A push to ban single-use plastic bags at grocery stores and large retailers across California comes up for a crucial vote Thursday – and there’s been heavy lobbying from both sides on a bill that seeks to change your behavior when you shop.
Some bills at the state Capitol don’t have much impact on your daily life. But we all need groceries. That’s why plastic bag manufacturers are running TV ads like this one opposing a statewide ban on their product.
The manufacturers argue the bill would eliminate 2,000 jobs and allow grocers to keep all the paper bag fee revenues for themselves.
“What really bothers me is that the grocers are just grabbing cash. There’s no benefit to the state, the city, the county, anywhere,” says Rashied Yuille, who works at one of the factories.
Democratic state Senator Alex Padilla disputes the criticism. He points to more than 100 California cities and counties that already have plastic bag bans in place – covering a third of the state’s population.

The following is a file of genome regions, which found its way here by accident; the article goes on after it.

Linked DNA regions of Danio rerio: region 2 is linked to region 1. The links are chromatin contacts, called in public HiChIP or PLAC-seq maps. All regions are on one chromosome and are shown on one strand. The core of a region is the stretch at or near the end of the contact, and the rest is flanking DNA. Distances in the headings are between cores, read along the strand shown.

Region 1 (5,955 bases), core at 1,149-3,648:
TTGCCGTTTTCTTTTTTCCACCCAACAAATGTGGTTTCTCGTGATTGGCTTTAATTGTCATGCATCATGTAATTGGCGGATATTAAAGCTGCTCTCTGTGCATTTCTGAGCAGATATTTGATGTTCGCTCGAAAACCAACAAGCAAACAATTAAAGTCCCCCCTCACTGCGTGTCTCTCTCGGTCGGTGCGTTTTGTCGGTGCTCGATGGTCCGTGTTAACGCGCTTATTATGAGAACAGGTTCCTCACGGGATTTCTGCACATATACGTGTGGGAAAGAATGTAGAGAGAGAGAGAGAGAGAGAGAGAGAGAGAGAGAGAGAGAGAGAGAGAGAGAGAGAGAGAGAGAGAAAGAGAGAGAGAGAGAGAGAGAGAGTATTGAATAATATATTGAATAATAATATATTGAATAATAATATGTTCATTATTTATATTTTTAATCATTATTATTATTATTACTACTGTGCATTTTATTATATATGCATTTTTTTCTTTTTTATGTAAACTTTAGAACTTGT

“What we’ve seen in practice is a tremendous drop in not just the plastic bags that we’re phasing out but even the paper bags that are available for purchase – and most consumers easily transitioning to the use of the reusable bags, which is of course the ultimate solution,” Padilla says.
The measure would grandfather in the existing local ordinances. It would also exempt low-income Californians on public assistance from having to pay the paper bag fee.
Click on the map below to learn about municipalities around the U.S. that have a plastic bag regulation.
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